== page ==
The Texas TrailWritten by James Collins
The Texas Trail
A few weeks ago I received an email from my ISP company. For those who don't know what that is, it's a company which hosts websites. This particular organisation is very large and very well known. I'll call it 'Wahoo!' The email was to effect that due to an error on their part, Wahoo! had not been billing me for last six months. Since fault was theirs they were going to cut their losses and not charge me.
Very civilized of them to write off back-payments like that, I thought, and then I forgot about it for a week in my usual efficient manner. After all, we were only talking about a few dollars a month. A week after first bland and kindly email another one came. No more Mr Nice Guy. This one announced that Wahoo! intended to delete my site in three days, and would I like to back up my files? Ok, I thought, no problem. I should have backed up my files some time ago; this would teach me a lesson.
It was only when I sat down to begin saving my pages that I realized I didn't know how to do it! I called in a friend who was attending an evening class in computer maintenance, and he couldn't do it either. I should explain here that I started my website two years ago and there were now 112 pages on it. Some of these were link pages and some contained only one image (enlargements of smaller images), but still - a lot of pages.
Having begun in complete ignorance I'd like to think that now I'm almost an expert in designing web pages, or at least my own pages, although I'm not sure I would have started at all if I'd known how much work was involved. On other hand I'm not so good on basic, ordinary computer operations, as I was finding out.
By this time cut-off point was just two days away and it was week-end, as it always is when ship starts to sink. I now pressed panic button. You know when Ripley clicks home detonater in 'Alien' and klaxon starts up, ship fills with steam and that annoying 'speaking clock' voice starts to count down seconds? That was me. (Nobody can hear you scream in your computer room). At least Ripley had a gun size of a small car to give her confidence. Anyway, I finally managed to find a professional who was willing to give up his week-end to help out - for a price. Even he took a day to figure out how to save my pages.
Out of AfricaWritten by James Collins
Out of Africa An Improbable Tail A few weeks ago there was a small stir of excitement in our area, which briefly lit up gloom of our northern Scottish winter like Northern Lights, which are quite visible to us at this latitude. Apparently a man - a Marine, no less - had walked, wearing nothing but a grin and a beard straight out of Lord of Rings, from south of England into Scotland, up past Loch Ness and Highlands where I live, and on to very northernmost point, John O'Groats - in winter. A Scottish winter, at that.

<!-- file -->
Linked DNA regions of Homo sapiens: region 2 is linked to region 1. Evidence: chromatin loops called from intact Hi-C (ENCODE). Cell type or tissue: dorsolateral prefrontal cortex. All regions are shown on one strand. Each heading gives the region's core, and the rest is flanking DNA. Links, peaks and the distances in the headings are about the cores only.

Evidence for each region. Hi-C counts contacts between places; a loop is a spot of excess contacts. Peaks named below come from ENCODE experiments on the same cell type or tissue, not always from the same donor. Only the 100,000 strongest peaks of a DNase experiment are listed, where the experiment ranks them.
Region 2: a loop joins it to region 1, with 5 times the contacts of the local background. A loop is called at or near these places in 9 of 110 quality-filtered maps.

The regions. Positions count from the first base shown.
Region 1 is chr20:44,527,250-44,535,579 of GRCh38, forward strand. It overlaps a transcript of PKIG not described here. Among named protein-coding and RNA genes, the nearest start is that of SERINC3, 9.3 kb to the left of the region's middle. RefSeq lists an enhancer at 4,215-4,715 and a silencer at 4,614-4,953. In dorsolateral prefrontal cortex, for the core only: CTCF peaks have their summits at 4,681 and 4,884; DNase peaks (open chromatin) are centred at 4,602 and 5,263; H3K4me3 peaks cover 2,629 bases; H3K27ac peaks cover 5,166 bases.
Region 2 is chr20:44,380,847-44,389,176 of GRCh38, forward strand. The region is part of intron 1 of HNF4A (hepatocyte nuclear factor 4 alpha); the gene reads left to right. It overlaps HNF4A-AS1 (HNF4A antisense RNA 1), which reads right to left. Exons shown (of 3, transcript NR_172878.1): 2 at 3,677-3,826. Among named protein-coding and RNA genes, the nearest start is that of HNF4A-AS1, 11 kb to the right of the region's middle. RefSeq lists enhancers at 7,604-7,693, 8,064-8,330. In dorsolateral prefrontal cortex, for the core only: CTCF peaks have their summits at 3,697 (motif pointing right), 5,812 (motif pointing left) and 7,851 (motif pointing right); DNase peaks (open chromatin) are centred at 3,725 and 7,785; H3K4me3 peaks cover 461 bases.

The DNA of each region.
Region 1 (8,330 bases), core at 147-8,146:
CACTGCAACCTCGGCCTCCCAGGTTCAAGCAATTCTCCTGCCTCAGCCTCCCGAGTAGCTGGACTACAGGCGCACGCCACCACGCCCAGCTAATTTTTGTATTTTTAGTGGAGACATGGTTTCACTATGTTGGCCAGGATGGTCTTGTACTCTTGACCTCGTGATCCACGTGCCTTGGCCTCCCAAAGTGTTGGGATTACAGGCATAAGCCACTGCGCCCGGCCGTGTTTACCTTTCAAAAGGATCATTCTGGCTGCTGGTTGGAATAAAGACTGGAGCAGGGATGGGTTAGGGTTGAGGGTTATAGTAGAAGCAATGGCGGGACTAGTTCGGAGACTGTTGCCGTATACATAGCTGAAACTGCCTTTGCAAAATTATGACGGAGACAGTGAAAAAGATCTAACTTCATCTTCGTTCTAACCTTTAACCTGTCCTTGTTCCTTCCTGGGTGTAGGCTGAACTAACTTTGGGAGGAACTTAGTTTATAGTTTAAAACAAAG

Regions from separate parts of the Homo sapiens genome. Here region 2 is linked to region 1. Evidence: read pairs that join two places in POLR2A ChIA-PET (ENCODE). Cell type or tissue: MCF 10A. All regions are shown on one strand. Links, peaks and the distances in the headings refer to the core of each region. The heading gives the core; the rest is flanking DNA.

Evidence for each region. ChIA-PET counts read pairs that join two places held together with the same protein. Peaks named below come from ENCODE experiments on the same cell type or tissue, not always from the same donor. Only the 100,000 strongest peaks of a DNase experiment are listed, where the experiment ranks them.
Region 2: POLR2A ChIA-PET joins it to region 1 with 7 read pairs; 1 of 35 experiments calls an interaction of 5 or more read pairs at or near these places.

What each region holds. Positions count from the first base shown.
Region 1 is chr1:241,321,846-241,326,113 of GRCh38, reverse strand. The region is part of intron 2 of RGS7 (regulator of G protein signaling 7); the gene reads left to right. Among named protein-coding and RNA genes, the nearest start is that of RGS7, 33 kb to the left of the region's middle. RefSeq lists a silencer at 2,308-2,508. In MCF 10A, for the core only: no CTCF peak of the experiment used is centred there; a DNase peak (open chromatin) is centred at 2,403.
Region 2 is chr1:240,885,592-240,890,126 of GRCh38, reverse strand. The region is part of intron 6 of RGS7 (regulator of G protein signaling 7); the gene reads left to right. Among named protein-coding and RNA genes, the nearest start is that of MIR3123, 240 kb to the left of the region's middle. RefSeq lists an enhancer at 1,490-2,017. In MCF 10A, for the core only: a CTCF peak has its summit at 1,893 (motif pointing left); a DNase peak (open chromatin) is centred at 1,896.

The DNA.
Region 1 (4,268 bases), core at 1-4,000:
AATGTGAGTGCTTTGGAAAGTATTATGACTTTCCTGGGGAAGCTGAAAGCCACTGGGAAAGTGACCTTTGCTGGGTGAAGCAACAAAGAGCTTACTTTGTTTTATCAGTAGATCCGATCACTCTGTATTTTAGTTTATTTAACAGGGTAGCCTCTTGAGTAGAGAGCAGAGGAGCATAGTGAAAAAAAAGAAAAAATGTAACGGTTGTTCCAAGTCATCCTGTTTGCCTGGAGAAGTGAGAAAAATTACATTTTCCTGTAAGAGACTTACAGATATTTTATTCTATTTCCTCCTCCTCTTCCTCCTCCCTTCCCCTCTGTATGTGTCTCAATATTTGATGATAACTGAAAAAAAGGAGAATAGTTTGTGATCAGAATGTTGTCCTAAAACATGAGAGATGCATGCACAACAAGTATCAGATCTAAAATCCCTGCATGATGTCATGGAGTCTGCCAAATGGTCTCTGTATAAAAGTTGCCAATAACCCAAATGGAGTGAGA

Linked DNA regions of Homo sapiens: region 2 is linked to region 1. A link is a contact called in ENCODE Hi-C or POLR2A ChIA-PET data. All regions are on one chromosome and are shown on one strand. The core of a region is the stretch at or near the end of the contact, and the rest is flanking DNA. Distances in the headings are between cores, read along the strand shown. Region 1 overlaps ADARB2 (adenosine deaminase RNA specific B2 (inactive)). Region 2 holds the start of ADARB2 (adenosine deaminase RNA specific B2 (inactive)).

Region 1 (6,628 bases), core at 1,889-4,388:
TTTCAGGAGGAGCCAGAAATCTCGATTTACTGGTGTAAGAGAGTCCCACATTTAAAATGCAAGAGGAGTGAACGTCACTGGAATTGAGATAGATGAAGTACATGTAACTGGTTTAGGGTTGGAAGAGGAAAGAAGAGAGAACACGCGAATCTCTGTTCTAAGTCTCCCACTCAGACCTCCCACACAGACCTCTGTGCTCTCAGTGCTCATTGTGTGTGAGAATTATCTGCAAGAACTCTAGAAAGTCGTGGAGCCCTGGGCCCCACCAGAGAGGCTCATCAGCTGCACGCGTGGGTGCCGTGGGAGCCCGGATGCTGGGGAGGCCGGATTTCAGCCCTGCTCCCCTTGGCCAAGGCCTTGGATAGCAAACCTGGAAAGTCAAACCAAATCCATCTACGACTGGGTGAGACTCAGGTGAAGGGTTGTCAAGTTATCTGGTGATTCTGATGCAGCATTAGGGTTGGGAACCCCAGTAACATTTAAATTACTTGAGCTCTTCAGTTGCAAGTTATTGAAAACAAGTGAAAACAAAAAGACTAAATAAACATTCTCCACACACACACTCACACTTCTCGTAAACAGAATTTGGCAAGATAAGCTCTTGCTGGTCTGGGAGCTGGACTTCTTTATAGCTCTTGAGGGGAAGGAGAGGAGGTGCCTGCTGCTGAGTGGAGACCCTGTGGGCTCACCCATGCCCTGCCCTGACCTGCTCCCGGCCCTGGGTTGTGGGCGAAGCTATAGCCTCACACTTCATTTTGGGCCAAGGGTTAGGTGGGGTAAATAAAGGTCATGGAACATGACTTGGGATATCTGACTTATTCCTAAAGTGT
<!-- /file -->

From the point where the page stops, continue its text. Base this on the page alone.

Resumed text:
I'm not sure where his starting point was but he must have walked about six hundred miles. Forest Gump would have been impressed. It was either a very brave, or foolhardy course of action, depending on your point of view but it certainly bought him his fifteen minutes of fame. There he was on TV, being carefully filmed from waist up, way they used to film Elvis Presley in early days. "Everyone", he said, "should be free to follow my example if they've a mind to". 'Not even as a joke', thought whole of Scotland, 'and even less in winter' The police didn't see funny side of it either. He was arrested five or six times and spent several nights in prison cells, covered by a blanket (the police's idea, not his). I remember scanning local papers for headline 'Man arrested for palely loitering', but it wasn't to be. I still think they missed one there.
" He was certainly persistant. He finally arrived at his destination and no, he didn't throw himself off a high point into North Sea, which some people thought (I won't say hoped) might be logical end to his journey. As far as I know he got dressed, took a train to his hometown and quietly faded back into obscurity, leaving us with a memory, like Cheshire cat's grin. All this was, I suppose, to make point that he had inalienable right to freeze anytime he had a mind to. Well, point taken, but this little saga set me thinking. Why have we never had our own coat, like other animals? 'But we do', I hear you cry, 'and anyway I'm not an animal'. Oh yes you most certainly are, Madam, and besides, I mean kind of coat you're born with.
"Almost every animal, from a mouse to a moose has a coat. Ok, elephants don't, and maybe hippos, but I suppose they have extra thick skin to compensate. No, beyond dispute, we are only animal that has to keep warm by getting dressed every morning by fire. The reason we are coatless seems fairly obvious. Didn't we start out under hot sun of Africa, and so had no need of a natural coat? Hmm... then how about gorillas, who share 98% of our genes? They're pretty hairy, no question, so why didn't they shed their coat? You don't see them prancing about in their bare skin?
Alright, let's try it from a different angle. Why did we move out of Africa? I have a theory. Suppose other animals started snickering behind their paws as they watched us tottering around on our spindly legs? Or maybe we just thought we detected a sardonic look or two. No, really, I'm serious. Anybody who's ever played tag with a dog in garden knows how clumsy they think we are. Just watch as Bracken feints to left and then effortlessly switches direction in mid-stride as Master sprawls into rosepatch. And they're our friends.